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Ryan Hill's picture


Would love to hear your thoughts on this shot. After editing it and looking at it for a long amount of time it starts to look strange to me. Do you find the sky too cluttered and busy and the tree gets lost?

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Ralph Rackstraw's picture

I think the LHS of the ground is too dark

Shawn Mahan's picture

I agree with Ralph, I don't think it is the sky although I understand what you are asking with the dark cloud in the middle. I think the tree is getting lost because the lower rhs is a bit dark.

Dennis Mac Caskie's picture

You're right, the tree gets lost, but just because I'm contrary, I think the whole bottom half is too dark. Not enough contrast between the tree and the land. Maybe a secondary light source to bump up the tree?

Chris Jablonski's picture

To my mind you're on the right track, Ryan. Despite the appeal of those dark clouds per se, the contrast in them results in the top of the tree being "lost" a bit as you say.

Here's a quick edit reducing the contrast and increasing exposure above the horizon, and darkening the sky again above the tree (using two simple gradients). Although it's not all blended smoothly enough, to me the top of the tree gains due prominence, at slight compromise to the clouds, which are of secondary importance.

Alan Brown's picture

For me there is too little contrast between the tree and other elements. I would try to increase the exposure of both the the sand and the sky (perhaps via HSL or gradients with range mask). Then try to up the whites in the foreground to bring out the streaks of sea foam.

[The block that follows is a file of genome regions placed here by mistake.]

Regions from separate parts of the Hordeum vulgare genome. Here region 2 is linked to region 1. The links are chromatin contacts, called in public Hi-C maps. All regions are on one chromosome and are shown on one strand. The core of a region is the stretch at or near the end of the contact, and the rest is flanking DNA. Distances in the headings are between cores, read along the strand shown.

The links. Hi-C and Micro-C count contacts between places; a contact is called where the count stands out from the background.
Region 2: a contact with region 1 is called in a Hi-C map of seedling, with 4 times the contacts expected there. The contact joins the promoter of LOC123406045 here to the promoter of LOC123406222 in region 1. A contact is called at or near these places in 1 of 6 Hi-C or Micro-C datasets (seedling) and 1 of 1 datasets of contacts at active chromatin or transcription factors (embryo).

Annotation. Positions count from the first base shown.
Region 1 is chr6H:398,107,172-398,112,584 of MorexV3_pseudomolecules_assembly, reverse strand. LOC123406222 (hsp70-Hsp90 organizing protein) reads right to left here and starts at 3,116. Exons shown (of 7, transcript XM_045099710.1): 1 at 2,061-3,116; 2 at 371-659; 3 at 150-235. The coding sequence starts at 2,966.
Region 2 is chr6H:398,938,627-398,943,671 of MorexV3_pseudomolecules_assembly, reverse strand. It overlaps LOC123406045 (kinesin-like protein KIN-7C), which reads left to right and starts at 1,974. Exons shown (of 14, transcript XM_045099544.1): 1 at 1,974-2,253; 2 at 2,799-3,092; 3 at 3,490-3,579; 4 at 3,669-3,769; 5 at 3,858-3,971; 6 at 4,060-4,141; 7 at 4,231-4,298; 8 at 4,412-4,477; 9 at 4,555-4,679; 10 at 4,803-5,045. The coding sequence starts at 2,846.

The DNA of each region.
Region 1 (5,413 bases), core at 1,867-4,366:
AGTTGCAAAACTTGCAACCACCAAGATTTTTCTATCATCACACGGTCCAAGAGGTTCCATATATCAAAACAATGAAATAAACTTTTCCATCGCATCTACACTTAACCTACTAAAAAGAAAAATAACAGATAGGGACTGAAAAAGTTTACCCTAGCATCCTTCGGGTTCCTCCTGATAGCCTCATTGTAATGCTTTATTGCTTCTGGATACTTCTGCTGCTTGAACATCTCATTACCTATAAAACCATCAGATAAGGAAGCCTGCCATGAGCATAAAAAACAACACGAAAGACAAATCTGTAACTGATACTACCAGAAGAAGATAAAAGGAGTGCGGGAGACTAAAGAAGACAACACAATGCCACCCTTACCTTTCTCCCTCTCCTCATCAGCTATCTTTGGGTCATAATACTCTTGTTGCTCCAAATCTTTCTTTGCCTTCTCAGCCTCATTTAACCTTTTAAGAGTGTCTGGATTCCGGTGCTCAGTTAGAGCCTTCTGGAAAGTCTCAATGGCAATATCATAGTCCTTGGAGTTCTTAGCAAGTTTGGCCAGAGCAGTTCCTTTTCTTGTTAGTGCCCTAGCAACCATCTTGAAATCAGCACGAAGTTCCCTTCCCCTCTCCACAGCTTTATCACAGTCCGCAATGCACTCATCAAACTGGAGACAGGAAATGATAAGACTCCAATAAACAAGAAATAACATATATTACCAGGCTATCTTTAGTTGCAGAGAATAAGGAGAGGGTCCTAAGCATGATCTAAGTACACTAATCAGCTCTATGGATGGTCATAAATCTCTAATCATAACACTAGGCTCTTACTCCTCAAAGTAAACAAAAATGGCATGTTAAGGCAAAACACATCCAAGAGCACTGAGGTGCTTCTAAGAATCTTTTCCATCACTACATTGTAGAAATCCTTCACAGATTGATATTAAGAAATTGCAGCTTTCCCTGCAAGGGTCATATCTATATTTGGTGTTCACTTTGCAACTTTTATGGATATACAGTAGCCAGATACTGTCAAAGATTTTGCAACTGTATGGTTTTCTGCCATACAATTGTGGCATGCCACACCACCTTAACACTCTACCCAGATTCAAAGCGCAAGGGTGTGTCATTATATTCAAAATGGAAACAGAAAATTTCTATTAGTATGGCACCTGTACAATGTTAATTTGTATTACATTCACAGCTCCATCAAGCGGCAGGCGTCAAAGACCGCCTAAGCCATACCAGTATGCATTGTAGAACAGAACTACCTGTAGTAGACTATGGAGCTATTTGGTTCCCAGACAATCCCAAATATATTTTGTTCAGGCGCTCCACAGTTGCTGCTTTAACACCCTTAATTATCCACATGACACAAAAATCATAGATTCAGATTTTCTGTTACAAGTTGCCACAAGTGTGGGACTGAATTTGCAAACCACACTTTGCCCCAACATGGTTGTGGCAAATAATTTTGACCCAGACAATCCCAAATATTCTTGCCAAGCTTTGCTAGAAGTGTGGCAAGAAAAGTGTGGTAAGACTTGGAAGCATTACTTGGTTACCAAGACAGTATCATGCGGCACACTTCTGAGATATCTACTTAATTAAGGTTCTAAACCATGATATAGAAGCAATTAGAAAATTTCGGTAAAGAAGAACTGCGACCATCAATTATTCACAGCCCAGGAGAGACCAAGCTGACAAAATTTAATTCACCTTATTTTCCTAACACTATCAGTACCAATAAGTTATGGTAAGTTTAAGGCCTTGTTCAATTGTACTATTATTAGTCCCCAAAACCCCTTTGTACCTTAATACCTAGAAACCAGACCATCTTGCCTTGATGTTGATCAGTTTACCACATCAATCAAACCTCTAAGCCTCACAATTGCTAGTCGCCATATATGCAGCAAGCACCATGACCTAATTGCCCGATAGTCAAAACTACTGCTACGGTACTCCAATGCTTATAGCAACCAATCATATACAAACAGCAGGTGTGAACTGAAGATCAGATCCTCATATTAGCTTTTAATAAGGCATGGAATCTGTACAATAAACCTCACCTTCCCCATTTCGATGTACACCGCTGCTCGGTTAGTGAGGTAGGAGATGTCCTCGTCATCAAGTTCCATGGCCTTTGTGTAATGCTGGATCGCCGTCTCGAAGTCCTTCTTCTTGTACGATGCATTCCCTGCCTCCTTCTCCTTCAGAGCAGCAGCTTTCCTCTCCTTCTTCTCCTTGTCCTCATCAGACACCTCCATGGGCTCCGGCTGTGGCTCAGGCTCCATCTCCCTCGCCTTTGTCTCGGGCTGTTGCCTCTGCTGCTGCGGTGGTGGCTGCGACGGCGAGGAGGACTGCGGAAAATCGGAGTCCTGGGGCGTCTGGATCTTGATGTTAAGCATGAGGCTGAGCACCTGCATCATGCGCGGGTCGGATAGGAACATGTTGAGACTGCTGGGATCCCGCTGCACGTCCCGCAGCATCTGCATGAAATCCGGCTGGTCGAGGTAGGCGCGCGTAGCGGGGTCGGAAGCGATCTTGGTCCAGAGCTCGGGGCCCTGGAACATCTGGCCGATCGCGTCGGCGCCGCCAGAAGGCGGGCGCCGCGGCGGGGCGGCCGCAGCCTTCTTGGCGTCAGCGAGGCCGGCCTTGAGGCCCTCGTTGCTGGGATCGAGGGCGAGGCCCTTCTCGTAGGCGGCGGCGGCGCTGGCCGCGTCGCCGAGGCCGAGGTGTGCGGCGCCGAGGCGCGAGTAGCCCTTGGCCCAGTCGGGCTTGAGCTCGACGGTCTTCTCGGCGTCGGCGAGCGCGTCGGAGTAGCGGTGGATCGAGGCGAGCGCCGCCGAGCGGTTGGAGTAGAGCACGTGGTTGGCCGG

I don't think you need the sky to be dramatic - it should complement rather than compete with your subject.

It's almost there for me, minor adjustments could make a world of difference.

Chris Jablonski's picture

I'm sympathetic to the comments about the darkness of the sand, and lowish contrast for the trunk to stand out. My first inclination would be to do pretty much what Alan suggests.

However, in this case, I like the darkness, as it gives the image a slight sense of mystery to me, and makes me peer into the image a bit more intently, drawing me in. So although it's not what I would have done, I prefer Ryan's result now I see it (apart from the issue he raises). More moody.

Alan Brown's picture

Good point Chris. I'd love to see both with less contrast in the sky to better judge.
I do think the lines of sea foam could be brought out to help guide the eye through the image.

Chris Jablonski's picture

Ryan, if you do some further edits, as the original poster you can add them under the first image, so we can scroll from one to the next, and immediately see the changes. That would be interesting!

Ryan Hill's picture

Sorry for the late response! Thanks for all the ideas and comments, I will have another play around wiht this edit when i get the chance! :)